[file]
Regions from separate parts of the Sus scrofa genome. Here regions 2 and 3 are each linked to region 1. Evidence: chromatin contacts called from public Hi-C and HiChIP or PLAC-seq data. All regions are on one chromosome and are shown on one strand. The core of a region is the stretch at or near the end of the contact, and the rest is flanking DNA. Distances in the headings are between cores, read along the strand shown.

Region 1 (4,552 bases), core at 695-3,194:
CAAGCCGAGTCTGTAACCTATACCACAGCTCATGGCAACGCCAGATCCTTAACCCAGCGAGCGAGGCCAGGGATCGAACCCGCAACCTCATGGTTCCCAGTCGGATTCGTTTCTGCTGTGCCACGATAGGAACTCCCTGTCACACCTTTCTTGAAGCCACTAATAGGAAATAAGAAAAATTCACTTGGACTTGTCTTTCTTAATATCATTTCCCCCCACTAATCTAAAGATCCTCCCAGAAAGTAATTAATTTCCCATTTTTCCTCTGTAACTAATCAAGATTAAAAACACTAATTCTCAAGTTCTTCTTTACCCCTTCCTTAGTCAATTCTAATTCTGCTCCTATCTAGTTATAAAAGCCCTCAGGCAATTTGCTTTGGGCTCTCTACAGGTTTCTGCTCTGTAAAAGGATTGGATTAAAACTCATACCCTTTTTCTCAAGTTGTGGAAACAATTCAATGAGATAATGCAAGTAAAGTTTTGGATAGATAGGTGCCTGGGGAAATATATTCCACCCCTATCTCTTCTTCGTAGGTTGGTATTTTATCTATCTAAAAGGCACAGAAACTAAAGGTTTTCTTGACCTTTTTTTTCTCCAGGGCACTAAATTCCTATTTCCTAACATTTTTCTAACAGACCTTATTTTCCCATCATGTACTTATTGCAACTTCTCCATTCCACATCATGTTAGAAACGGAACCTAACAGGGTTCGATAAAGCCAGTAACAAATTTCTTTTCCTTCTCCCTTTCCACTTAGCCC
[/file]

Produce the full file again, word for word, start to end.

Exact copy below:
Regions from separate parts of the Sus scrofa genome. Here regions 2 and 3 are each linked to region 1. Evidence: chromatin contacts called from public Hi-C and HiChIP or PLAC-seq data. All regions are on one chromosome and are shown on one strand. The core of a region is the stretch at or near the end of the contact, and the rest is flanking DNA. Distances in the headings are between cores, read along the strand shown.

Region 1 (4,552 bases), core at 695-3,194:
CAAGCCGAGTCTGTAACCTATACCACAGCTCATGGCAACGCCAGATCCTTAACCCAGCGAGCGAGGCCAGGGATCGAACCCGCAACCTCATGGTTCCCAGTCGGATTCGTTTCTGCTGTGCCACGATAGGAACTCCCTGTCACACCTTTCTTGAAGCCACTAATAGGAAATAAGAAAAATTCACTTGGACTTGTCTTTCTTAATATCATTTCCCCCCACTAATCTAAAGATCCTCCCAGAAAGTAATTAATTTCCCATTTTTCCTCTGTAACTAATCAAGATTAAAAACACTAATTCTCAAGTTCTTCTTTACCCCTTCCTTAGTCAATTCTAATTCTGCTCCTATCTAGTTATAAAAGCCCTCAGGCAATTTGCTTTGGGCTCTCTACAGGTTTCTGCTCTGTAAAAGGATTGGATTAAAACTCATACCCTTTTTCTCAAGTTGTGGAAACAATTCAATGAGATAATGCAAGTAAAGTTTTGGATAGATAGGTGCCTGGGGAAATATATTCCACCCCTATCTCTTCTTCGTAGGTTGGTATTTTATCTATCTAAAAGGCACAGAAACTAAAGGTTTTCTTGACCTTTTTTTTCTCCAGGGCACTAAATTCCTATTTCCTAACATTTTTCTAACAGACCTTATTTTCCCATCATGTACTTATTGCAACTTCTCCATTCCACATCATGTTAGAAACGGAACCTAACAGGGTTCGATAAAGCCAGTAACAAATTTCTTTTCCTTCTCCCTTTCCACTTAGCCC